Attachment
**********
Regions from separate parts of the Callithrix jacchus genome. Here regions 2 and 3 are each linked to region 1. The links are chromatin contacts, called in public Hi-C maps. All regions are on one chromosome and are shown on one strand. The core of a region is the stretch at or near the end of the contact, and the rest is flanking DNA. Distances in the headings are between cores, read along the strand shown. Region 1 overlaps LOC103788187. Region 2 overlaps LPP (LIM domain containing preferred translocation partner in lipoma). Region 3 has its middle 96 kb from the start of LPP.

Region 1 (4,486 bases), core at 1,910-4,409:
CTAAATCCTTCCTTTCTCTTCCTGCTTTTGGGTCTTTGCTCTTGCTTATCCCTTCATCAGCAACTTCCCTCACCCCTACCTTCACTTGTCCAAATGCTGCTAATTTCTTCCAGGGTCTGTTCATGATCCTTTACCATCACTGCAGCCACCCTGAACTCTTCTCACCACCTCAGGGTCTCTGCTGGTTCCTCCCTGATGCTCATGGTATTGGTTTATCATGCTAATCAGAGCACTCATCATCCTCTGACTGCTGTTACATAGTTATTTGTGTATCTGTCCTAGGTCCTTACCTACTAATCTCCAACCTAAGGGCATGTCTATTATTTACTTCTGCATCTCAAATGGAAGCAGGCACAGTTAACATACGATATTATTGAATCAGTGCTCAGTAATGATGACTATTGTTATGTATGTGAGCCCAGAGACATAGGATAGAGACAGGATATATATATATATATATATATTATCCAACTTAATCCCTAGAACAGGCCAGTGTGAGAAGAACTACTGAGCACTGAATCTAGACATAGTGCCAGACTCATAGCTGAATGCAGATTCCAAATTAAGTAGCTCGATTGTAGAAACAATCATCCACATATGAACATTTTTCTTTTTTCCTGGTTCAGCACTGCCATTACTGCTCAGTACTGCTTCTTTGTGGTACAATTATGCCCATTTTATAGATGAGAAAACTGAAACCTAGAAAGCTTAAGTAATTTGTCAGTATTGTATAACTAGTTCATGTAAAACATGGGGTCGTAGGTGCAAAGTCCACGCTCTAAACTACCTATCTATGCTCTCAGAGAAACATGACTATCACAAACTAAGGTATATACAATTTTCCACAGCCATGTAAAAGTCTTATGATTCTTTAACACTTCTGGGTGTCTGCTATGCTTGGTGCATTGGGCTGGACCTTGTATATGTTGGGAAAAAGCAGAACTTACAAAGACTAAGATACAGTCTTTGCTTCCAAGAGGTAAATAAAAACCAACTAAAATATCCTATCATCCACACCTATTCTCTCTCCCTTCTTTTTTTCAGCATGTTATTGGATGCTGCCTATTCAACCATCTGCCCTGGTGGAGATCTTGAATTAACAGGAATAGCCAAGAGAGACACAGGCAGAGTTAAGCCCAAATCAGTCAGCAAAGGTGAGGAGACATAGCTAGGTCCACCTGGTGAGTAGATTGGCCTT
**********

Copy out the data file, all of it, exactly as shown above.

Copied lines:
Regions from separate parts of the Callithrix jacchus genome. Here regions 2 and 3 are each linked to region 1. The links are chromatin contacts, called in public Hi-C maps. All regions are on one chromosome and are shown on one strand. The core of a region is the stretch at or near the end of the contact, and the rest is flanking DNA. Distances in the headings are between cores, read along the strand shown. Region 1 overlaps LOC103788187. Region 2 overlaps LPP (LIM domain containing preferred translocation partner in lipoma). Region 3 has its middle 96 kb from the start of LPP.

Region 1 (4,486 bases), core at 1,910-4,409:
CTAAATCCTTCCTTTCTCTTCCTGCTTTTGGGTCTTTGCTCTTGCTTATCCCTTCATCAGCAACTTCCCTCACCCCTACCTTCACTTGTCCAAATGCTGCTAATTTCTTCCAGGGTCTGTTCATGATCCTTTACCATCACTGCAGCCACCCTGAACTCTTCTCACCACCTCAGGGTCTCTGCTGGTTCCTCCCTGATGCTCATGGTATTGGTTTATCATGCTAATCAGAGCACTCATCATCCTCTGACTGCTGTTACATAGTTATTTGTGTATCTGTCCTAGGTCCTTACCTACTAATCTCCAACCTAAGGGCATGTCTATTATTTACTTCTGCATCTCAAATGGAAGCAGGCACAGTTAACATACGATATTATTGAATCAGTGCTCAGTAATGATGACTATTGTTATGTATGTGAGCCCAGAGACATAGGATAGAGACAGGATATATATATATATATATATATTATCCAACTTAATCCCTAGAACAGGCCAGTGTGAGAAGAACTACTGAGCACTGAATCTAGACATAGTGCCAGACTCATAGCTGAATGCAGATTCCAAATTAAGTAGCTCGATTGTAGAAACAATCATCCACATATGAACATTTTTCTTTTTTCCTGGTTCAGCACTGCCATTACTGCTCAGTACTGCTTCTTTGTGGTACAATTATGCCCATTTTATAGATGAGAAAACTGAAACCTAGAAAGCTTAAGTAATTTGTCAGTATTGTATAACTAGTTCATGTAAAACATGGGGTCGTAGGTGCAAAGTCCACGCTCTAAACTACCTATCTATGCTCTCAGAGAAACATGACTATCACAAACTAAGGTATATACAATTTTCCACAGCCATGTAAAAGTCTTATGATTCTTTAACACTTCTGGGTGTCTGCTATGCTTGGTGCATTGGGCTGGACCTTGTATATGTTGGGAAAAAGCAGAACTTACAAAGACTAAGATACAGTCTTTGCTTCCAAGAGGTAAATAAAAACCAACTAAAATATCCTATCATCCACACCTATTCTCTCTCCCTTCTTTTTTTCAGCATGTTATTGGATGCTGCCTATTCAACCATCTGCCCTGGTGGAGATCTTGAATTAACAGGAATAGCCAAGAGAGACACAGGCAGAGTTAAGCCCAAATCAGTCAGCAAAGGTGAGGAGACATAGCTAGGTCCACCTGGTGAGTAGATTGGCCTT